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Brandon Olivier01:05:01

I'm working on a re-frame app, and I find myself sprinkling the shape of the app-db all over my reg-sub and reg-event-fx calls. It feels like a smell to me, but I'm not sure if that's just idiomatic for clojure

Brandon Olivier01:05:06

for instance, I have some reg-sub that uses (get-in db [:foo :bar :baz]). Should I be reusing an rf/subscribe call there?


If I recall correctly subscriptions set up state, so it might make things faster. But I wouldn't see it as necessarily "cleaner" from a readability standpoint. Might wanna ask in #re-frame

Brandon Olivier01:05:30

It makes things more difficult in the REPL, but I also don't know if that should be a guiding principle either.


Reusing the subscriptions has the advantage that it will be shared between all the "users" of that (components or other subscriptions), but I agree that it may introduce unneeded ceremony if you're not sharing anything. But who knows what will be shared tomorrow...


If the query target is really shared I think it's safer to capture that, subscription or other wise. The link is visable and updaters should see how the check how query is called. Without the link, no one can. I'm not thinking in reframe though, which is going to be the real arbitrar here.

Daniel Östling05:05:49

For style guide, is this what people use or something else?


That's probably the most widely referenced style guide. I'd suggest looking at some of the linting tools: clj-kondo in particular, but also Eastwood and maybe Kibit.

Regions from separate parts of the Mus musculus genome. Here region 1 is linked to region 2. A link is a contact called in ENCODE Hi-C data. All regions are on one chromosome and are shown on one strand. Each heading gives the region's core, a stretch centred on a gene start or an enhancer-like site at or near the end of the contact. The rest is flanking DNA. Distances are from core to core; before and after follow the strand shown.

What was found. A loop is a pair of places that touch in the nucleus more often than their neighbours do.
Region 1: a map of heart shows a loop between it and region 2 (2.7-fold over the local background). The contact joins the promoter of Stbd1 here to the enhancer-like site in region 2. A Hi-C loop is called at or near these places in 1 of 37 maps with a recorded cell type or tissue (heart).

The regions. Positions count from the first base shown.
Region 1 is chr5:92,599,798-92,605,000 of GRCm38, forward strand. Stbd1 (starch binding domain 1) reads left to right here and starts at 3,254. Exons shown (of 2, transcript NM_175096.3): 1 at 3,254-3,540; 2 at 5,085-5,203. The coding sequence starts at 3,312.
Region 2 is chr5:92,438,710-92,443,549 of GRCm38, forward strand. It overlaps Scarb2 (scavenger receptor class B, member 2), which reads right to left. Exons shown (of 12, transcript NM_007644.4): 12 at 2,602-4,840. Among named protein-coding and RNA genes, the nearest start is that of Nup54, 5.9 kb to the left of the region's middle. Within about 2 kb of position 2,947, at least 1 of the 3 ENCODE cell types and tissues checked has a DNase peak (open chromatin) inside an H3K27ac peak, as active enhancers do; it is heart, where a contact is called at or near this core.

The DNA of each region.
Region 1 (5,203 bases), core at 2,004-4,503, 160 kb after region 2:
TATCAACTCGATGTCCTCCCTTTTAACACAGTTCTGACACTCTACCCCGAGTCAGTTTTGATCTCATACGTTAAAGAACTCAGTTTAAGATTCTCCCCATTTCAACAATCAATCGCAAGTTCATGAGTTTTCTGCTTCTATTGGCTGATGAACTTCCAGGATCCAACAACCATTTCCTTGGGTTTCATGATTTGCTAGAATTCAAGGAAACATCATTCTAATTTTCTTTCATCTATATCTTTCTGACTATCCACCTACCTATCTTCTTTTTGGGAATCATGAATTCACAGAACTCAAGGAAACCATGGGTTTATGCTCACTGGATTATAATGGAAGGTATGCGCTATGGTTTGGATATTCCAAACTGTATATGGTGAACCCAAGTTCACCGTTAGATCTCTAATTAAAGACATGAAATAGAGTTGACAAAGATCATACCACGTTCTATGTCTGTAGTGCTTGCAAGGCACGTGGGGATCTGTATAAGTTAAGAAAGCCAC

It's good to read the discussions in the Issues as well, for the style guide @danielostling

Daniel Östling08:05:52

Okay, thanks! :)


Using a recursive spec, the presens of s/and seems to affect the result even though there is just one predicate. I would expect (s/and pred) to be equivalent to pred. Am I missing something?

(s/def ::list (s/+ (s/cat :s symbol? :r (s/? ::list))))
(s/conform ::list '[a [b]]) ;; => :clojure.spec.alpha/invalid
(s/explain-str ::list '[a [b]]) ;; => "([b]) - failed: Extra input in: [1] spec: :user/list\n"

(s/def ::list-and (s/+ (s/cat :s symbol? :r (s/? (s/and ::list-and)))))
(s/conform ::list-and '[a [b]]) ;; => [{:s a, :r [{:s b}]}]

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I think this is due to s/? being a sequence regex and when you wrap s/and around ::list-and like that, you're essentially saying "this is a sub-spec" and it doesn't get "unrolled" by s/? like a plain spec or predicate would.


It would be like wrapping something in s/spec (which can be used to prevent unrolling of sequence regex forms).


use s/& to prevent that


So (s/? (s/& ::list-and))


i dont follow. s/& yields the same error as the ::list spec

(s/def ::list-amp (s/+ (s/cat :s symbol? :r (s/? (s/& ::list-amp)))))
  (s/explain-str ::list-amp '[a [b]])
  ;; => "([b]) - failed: Extra input in: [1] spec: :user/list-amp\n"